About a fifteen minute drive from our home is the charming little village of la Tour d’Aigues. The stunning chateau sits in the middle of the village, mostly in ruins, but enough remains that concerts are put on there in the summer in either the courtyard or the side terrace. We went to a couple of concerts that were in the basement in the winter. It’s a moving experience sitting in the chateau looking at the sun setting casting golden light on the old stones and towers with music adding a delightful element to it all.
This is the view on the side terrace. I hadn’t been in this section before.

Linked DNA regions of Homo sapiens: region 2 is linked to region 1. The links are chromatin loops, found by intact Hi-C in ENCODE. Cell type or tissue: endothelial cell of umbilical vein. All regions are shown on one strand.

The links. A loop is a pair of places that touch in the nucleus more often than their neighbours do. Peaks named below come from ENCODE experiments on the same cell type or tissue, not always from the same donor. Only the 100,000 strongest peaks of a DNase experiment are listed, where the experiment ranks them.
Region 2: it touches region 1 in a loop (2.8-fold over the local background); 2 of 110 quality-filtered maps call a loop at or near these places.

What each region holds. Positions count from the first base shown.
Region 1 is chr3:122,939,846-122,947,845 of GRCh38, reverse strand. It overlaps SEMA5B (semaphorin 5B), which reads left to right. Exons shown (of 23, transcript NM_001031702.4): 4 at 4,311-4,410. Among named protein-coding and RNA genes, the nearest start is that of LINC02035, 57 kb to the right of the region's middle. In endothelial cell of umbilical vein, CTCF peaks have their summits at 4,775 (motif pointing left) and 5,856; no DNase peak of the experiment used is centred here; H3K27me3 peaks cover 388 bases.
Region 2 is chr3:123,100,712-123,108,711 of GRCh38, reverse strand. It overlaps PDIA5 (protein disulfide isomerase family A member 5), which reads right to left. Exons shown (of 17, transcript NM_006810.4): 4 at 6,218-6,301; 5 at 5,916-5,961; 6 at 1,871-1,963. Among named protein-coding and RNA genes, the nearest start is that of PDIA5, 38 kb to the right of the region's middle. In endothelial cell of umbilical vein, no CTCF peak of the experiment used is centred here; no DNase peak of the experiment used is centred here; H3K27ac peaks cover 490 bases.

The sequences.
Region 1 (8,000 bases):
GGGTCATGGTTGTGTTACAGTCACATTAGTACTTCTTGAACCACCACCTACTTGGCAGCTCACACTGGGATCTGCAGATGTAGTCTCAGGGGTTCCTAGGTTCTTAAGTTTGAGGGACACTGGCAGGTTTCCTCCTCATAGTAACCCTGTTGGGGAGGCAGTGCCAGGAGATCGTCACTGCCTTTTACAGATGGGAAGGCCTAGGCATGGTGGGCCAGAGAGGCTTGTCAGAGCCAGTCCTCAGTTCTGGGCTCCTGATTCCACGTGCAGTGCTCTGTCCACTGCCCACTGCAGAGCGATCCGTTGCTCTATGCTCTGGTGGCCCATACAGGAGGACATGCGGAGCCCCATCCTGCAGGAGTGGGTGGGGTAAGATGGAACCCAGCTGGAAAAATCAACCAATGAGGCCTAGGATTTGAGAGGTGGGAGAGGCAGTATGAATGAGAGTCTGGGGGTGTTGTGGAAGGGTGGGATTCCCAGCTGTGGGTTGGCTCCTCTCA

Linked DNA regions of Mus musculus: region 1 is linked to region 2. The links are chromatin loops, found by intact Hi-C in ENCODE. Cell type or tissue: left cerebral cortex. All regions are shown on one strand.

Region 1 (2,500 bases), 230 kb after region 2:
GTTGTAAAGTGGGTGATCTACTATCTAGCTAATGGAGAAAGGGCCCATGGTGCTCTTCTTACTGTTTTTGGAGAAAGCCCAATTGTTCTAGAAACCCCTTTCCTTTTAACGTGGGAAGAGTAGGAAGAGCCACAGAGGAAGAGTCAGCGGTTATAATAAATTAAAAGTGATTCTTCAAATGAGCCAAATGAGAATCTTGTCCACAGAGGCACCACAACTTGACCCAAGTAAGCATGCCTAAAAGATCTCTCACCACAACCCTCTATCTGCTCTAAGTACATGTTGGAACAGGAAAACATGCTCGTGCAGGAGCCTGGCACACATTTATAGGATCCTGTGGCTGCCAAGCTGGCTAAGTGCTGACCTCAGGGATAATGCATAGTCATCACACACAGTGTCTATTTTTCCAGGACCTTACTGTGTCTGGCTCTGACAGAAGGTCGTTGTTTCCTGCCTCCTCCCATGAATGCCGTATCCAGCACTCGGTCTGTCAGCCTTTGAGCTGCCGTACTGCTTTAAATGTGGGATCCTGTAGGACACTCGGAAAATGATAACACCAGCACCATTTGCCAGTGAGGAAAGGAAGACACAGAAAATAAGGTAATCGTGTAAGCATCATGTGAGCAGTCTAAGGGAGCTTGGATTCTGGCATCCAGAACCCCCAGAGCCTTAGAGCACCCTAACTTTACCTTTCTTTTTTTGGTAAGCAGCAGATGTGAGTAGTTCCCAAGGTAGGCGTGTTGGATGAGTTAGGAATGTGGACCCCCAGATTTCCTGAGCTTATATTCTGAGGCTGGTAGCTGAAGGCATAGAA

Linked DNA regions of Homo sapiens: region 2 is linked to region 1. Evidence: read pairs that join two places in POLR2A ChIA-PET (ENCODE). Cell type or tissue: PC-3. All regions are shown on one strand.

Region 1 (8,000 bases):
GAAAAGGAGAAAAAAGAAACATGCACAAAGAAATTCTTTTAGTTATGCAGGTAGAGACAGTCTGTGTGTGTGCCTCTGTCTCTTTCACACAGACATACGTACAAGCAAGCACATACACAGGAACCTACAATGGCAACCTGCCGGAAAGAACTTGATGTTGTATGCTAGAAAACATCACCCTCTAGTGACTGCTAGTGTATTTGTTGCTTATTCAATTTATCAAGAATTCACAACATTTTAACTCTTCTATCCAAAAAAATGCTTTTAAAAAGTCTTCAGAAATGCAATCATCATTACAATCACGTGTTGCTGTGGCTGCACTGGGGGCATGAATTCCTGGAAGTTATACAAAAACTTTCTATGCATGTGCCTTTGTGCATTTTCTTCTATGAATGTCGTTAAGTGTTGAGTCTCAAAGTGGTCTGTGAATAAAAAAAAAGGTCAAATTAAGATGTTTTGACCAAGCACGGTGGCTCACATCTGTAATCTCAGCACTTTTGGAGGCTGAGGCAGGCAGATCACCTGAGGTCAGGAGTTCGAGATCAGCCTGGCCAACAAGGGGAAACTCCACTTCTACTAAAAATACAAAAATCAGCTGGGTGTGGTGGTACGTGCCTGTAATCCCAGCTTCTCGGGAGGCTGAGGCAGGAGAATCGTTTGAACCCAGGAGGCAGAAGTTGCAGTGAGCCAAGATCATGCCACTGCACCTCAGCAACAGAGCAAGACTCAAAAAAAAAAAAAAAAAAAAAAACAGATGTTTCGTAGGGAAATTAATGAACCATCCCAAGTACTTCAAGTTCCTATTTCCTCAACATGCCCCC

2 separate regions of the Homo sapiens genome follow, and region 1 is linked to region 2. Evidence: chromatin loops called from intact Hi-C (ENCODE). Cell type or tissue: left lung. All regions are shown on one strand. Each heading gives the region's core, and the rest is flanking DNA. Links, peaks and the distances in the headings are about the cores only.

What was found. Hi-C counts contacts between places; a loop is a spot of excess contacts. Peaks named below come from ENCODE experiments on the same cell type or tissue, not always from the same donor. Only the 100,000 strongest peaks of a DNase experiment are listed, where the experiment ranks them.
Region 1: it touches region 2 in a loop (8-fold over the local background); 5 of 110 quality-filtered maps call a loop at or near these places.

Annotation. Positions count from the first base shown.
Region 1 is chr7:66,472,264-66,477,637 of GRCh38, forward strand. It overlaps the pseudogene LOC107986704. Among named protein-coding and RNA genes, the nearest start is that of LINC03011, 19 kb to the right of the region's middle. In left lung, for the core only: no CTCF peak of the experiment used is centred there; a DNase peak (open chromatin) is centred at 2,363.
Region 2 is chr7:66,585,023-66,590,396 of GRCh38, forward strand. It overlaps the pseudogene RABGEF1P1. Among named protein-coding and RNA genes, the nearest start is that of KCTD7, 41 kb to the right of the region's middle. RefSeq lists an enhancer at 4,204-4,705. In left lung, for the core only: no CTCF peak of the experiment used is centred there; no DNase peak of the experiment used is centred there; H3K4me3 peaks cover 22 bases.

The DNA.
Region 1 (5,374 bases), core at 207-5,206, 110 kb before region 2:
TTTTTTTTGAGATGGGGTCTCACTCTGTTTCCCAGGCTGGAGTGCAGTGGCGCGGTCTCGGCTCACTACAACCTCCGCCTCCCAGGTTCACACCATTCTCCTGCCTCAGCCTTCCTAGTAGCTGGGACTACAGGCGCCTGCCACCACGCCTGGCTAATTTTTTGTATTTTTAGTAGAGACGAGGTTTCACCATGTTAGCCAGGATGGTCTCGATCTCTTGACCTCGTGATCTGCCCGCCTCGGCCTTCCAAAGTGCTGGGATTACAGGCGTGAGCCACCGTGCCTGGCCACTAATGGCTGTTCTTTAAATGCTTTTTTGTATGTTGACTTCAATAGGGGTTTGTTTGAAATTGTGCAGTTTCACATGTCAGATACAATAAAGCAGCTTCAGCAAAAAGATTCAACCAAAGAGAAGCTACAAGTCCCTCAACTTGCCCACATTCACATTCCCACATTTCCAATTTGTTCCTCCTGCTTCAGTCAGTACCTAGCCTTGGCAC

The concert was by a group from Corsica called A Vuciata. Corsica is an island, part of France, fairly close to Italy and north of Sardina which is Italian. It has a fascinating history and the type of singing that the group did is called polyphonies. The singing is mostly done without music, although they did do pieces with a violin, a flute and a guitar. The polyphonies chanting is very unique with questions as to its origins. It sounds like religious chanting in many ways, sort of Spanish, maybe Arabian. It’s not happy music, by any means, but very melodic and soothing. It has an ancient sound, song as old as rhyme, tune as old as song as a contemporary song says. When the group did the polyphonies, they stood close together and each put a hand to one ear, a very Corsican thing for this type of singing. I think these singing groups are usually men but this one had a woman as well. Once I was with a group of French people and they started singing some Christmas hymns. One man was especially good with a booming, deep bass and Maurice told me that he was from Corsica where there are many good singers. Who knew?